But I must say...the white chocolate version sucks.

 
At 12:30 AM, Blogger Lisa said...

What a coincidence, my friend from Barcelona is coming home for Christmas and I was just about to write to you and ask you the name of the candy bar you've so highly recommended. I'm going to put in a big hint for Conquitos.

Life without Halloween would be sad, in deed. I thinks its gotten to be so much more commercialized here in the U.S. in the last couple of years though, to my chagrin. But its still my favorite holiday and Charlie Brown IS the highlight. Just wish it weren't getting so cutesy...I've always liked the darker side of it.

 
At 12:49 AM, Blogger Culinary Fool said...

I noticed your daughter's b-day picture the other day and was torn. You see my birthday is the 27th and when you're 3 it's fun to celebrate your birthday and Halloween together. But over the years I've gotten very tired of people planning costume parties on the same night I'd like to celebrate my birthday - sometimes I'd like to actually see the faces of those I'm dining with! :-)

People always take extra care for those whose birhdays fall close to Christmas - at least in my family we do for my nephew whose birthday is Dec 24, but no one thinks to seperate Halloween from a birthday celebration! Poor me!

Okay, I'm done whining now. Your daughter is adorable (both in and out of costume, you are scary (both in and out of costume) and now I'm waiting for the follow up post to find out the significance of the posting versus writing date!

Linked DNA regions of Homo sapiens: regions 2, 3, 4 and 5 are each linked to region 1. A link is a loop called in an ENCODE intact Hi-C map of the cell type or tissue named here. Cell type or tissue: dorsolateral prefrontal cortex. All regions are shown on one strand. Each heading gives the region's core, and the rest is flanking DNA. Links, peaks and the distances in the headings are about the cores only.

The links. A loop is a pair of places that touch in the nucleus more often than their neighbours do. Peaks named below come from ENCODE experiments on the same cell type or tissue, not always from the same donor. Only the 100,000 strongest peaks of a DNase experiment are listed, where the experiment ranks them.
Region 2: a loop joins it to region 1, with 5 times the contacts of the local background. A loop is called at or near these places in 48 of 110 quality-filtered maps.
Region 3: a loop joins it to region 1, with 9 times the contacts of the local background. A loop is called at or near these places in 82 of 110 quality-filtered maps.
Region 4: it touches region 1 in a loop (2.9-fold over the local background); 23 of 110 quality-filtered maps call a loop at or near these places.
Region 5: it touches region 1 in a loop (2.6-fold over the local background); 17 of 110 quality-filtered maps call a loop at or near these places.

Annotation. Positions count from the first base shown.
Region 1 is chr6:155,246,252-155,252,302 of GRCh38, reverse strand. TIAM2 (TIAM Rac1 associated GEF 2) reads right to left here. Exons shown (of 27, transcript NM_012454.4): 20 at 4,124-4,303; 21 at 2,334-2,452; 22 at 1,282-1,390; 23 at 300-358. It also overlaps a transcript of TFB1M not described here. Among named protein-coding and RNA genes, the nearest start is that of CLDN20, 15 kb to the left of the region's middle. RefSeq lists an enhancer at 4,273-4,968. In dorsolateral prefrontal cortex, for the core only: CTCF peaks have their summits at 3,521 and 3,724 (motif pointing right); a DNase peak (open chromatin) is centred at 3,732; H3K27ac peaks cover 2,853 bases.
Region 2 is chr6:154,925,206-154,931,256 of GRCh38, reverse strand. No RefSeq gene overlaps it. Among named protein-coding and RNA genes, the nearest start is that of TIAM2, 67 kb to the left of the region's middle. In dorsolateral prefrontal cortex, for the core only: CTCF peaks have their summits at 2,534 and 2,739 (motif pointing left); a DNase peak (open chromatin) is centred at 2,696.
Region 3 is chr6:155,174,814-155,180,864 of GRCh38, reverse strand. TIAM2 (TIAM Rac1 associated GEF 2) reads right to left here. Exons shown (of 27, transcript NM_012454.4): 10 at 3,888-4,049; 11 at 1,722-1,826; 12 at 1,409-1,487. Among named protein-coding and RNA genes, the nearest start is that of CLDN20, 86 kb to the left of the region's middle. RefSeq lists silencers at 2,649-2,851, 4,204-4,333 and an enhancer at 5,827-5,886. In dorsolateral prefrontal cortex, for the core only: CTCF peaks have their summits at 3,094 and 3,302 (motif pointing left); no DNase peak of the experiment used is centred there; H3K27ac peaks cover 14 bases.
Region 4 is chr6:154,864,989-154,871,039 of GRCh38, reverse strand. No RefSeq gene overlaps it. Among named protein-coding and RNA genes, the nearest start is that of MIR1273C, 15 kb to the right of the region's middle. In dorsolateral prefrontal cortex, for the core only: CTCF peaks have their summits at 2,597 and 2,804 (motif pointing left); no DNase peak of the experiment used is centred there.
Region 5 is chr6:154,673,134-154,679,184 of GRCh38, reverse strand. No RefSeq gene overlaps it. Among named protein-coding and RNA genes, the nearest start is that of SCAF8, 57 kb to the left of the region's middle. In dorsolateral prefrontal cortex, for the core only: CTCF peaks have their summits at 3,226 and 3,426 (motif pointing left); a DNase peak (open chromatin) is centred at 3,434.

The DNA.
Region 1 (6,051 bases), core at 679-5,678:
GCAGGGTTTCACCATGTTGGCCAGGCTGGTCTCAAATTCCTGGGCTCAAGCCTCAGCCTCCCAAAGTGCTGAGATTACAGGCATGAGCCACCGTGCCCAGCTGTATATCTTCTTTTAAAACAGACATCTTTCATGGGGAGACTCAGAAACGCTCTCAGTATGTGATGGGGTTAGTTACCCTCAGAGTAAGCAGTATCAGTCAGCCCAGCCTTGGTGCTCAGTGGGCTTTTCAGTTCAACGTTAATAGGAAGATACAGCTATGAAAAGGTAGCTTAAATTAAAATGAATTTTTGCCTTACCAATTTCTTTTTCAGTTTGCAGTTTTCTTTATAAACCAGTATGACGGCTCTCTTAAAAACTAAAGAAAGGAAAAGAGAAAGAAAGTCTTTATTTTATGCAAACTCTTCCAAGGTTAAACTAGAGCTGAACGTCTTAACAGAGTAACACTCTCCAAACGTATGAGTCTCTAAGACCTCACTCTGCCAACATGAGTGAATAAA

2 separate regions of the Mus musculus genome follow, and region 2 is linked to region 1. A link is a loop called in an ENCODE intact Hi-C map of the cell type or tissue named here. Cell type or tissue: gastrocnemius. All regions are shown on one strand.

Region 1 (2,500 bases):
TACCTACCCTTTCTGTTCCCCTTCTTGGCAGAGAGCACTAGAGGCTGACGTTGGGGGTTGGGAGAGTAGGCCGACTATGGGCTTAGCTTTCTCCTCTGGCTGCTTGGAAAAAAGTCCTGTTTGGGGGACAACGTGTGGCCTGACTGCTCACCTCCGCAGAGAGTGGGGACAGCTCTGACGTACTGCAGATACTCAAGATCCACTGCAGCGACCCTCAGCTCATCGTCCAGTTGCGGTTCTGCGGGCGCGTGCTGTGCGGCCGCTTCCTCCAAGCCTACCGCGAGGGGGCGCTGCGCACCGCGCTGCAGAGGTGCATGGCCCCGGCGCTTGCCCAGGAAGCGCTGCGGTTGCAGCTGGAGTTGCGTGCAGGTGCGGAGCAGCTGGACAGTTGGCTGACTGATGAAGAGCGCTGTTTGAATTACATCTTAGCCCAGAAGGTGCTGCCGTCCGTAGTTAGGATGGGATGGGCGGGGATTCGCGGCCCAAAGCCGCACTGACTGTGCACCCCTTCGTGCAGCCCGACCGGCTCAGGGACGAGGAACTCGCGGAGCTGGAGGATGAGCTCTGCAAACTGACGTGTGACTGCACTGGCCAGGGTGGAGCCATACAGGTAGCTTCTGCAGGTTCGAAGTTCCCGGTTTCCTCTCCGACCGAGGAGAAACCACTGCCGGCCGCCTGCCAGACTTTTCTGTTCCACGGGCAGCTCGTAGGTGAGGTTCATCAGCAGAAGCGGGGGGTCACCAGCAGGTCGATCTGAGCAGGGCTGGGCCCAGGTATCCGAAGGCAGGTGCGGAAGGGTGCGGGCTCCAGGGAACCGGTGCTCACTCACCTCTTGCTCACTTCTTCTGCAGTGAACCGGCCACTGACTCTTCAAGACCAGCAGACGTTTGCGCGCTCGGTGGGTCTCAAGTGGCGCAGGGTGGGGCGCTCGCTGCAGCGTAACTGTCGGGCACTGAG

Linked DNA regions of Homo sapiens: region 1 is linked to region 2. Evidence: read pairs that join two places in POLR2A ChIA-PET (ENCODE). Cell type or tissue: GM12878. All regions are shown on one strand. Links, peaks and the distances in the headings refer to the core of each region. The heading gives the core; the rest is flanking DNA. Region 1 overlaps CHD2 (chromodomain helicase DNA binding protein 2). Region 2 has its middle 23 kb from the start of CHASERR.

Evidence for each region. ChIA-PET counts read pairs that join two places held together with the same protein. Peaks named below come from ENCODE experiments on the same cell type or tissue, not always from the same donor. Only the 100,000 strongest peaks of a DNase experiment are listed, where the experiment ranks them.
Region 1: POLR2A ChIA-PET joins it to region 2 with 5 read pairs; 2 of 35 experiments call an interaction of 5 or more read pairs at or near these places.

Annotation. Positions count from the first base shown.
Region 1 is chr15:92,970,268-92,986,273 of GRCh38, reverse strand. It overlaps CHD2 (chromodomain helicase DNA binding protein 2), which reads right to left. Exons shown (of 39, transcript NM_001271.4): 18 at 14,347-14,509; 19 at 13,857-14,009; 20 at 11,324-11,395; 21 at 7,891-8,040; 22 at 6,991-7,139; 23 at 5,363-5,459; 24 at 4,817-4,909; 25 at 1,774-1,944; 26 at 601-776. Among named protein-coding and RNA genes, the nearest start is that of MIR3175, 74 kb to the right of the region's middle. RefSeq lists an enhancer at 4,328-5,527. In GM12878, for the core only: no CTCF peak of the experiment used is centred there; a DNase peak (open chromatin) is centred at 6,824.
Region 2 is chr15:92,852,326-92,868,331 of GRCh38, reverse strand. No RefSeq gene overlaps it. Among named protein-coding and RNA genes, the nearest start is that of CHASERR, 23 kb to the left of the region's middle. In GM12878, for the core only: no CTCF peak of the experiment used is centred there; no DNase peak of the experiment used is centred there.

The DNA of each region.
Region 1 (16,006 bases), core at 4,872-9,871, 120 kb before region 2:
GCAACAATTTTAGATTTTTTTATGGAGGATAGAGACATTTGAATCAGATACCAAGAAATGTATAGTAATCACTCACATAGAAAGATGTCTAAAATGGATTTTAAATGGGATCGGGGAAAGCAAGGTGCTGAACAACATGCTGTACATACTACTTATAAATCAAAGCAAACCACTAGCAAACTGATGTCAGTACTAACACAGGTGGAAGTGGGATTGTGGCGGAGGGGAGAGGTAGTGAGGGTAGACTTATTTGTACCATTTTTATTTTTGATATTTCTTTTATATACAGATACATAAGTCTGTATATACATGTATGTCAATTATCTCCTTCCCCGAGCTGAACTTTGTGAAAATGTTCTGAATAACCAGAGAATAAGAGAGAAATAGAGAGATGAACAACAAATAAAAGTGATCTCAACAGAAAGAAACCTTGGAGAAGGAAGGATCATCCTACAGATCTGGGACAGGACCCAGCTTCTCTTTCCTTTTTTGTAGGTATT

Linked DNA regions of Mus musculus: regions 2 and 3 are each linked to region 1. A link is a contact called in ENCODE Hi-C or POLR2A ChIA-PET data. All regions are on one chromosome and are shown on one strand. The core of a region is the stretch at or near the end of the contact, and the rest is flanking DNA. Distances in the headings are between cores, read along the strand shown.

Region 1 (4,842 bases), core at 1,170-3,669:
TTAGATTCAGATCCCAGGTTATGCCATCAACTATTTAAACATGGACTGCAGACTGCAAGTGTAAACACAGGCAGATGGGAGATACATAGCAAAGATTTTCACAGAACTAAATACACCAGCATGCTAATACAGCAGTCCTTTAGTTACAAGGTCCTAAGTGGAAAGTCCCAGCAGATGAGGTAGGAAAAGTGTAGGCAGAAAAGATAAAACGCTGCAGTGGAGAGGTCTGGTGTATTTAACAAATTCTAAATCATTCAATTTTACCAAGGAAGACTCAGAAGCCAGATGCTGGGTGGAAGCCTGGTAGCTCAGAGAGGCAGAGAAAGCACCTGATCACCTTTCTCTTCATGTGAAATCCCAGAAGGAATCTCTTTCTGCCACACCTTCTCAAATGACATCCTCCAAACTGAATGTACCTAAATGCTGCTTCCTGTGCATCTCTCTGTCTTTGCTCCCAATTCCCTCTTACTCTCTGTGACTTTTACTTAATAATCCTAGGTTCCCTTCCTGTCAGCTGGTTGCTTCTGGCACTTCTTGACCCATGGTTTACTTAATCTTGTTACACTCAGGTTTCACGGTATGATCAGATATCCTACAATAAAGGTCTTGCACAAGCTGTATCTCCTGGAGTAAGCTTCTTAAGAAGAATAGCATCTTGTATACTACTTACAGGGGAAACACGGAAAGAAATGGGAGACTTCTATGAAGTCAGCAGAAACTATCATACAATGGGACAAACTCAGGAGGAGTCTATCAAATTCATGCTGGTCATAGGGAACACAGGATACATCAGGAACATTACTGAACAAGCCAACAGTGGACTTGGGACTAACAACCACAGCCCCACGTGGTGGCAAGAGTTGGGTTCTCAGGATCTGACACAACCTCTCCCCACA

~ B

 
At 3:56 PM, Blogger Sal DeTraglia said...

Hey Lisa: Your first experience with Conguitos? This will be a landmark event in your life. Imagine Goobers (assuming they still make them), only better. That's Conguitos. Chocolate covered peanuts in an "eye-catching" wrapper. Think I'll go get some right now!

Hey CuFool: I know what you mean. My birthday is May 13th, which is on or near Mother's Day. When I was growing up, people would always mix the two together. My birthday presents would be things like potholders, hair-rollers and gift certificates for facials at the local spa. I must admit that these experiences were traumatizing. I'll try to be more careful with my own daughter. Now if you'll excuse me, I am going to watch "Days of Our Lives."

Sal

 
At 7:17 AM, Anonymous Jo said...

Just what the heck are conguitos? If you give me a heads up next year, I'll check out sending some Clark bars your way if you could perhaps send me some decent turrones. Funny thing is, I don't remember ever getting Clark bars. I'm not even certain what they are, but isn't the wrapper red with white writing? Aren't they akin to a Butterfinger? It's so sad getting old and mentally decrepit.